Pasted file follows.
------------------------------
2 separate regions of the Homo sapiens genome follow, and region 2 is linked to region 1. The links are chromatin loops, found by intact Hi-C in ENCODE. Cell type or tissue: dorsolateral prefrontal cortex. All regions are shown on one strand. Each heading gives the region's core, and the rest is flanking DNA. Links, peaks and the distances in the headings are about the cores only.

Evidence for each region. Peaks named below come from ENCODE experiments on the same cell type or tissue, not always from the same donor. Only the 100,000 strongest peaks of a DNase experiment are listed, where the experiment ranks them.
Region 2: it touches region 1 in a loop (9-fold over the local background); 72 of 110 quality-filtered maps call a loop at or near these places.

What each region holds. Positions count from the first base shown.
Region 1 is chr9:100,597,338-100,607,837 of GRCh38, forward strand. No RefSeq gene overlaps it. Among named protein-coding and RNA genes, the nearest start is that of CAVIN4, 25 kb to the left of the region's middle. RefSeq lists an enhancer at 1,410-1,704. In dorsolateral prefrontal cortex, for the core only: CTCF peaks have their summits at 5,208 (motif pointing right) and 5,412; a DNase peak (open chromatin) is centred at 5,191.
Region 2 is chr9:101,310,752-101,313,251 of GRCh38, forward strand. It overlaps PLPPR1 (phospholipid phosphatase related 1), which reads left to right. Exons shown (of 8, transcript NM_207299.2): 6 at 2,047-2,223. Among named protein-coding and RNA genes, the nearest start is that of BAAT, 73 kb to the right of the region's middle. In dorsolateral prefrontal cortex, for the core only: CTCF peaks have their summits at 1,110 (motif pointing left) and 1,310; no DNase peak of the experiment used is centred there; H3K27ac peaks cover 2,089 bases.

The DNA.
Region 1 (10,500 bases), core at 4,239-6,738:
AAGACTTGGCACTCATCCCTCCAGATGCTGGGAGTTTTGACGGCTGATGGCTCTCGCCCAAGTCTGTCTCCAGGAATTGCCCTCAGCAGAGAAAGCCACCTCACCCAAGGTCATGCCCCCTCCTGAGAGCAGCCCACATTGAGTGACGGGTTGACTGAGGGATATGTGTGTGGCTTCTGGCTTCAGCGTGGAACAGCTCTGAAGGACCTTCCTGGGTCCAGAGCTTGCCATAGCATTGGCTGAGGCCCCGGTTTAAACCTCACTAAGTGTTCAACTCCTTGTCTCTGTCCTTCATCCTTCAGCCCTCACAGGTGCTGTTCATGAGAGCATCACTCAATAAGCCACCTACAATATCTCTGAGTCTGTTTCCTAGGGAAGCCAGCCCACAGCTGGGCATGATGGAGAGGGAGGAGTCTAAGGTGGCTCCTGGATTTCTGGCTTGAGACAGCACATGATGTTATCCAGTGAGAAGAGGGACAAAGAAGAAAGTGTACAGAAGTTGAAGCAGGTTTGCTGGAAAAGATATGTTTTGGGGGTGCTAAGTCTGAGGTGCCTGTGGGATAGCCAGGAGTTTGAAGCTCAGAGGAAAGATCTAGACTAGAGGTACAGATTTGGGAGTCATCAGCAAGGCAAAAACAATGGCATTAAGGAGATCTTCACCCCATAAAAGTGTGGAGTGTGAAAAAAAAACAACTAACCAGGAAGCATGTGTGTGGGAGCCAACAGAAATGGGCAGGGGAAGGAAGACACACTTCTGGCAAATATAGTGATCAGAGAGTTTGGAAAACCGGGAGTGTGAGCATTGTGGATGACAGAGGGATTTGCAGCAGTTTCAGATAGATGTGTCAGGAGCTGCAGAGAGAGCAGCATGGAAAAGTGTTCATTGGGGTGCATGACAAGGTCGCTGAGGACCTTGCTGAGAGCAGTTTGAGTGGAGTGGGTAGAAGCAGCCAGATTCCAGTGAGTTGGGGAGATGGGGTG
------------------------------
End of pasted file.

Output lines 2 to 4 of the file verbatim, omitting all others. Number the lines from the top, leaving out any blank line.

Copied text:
Evidence for each region. Peaks named below come from ENCODE experiments on the same cell type or tissue, not always from the same donor. Only the 100,000 strongest peaks of a DNase experiment are listed, where the experiment ranks them.
Region 2: it touches region 1 in a loop (9-fold over the local background); 72 of 110 quality-filtered maps call a loop at or near these places.

What each region holds. Positions count from the first base shown.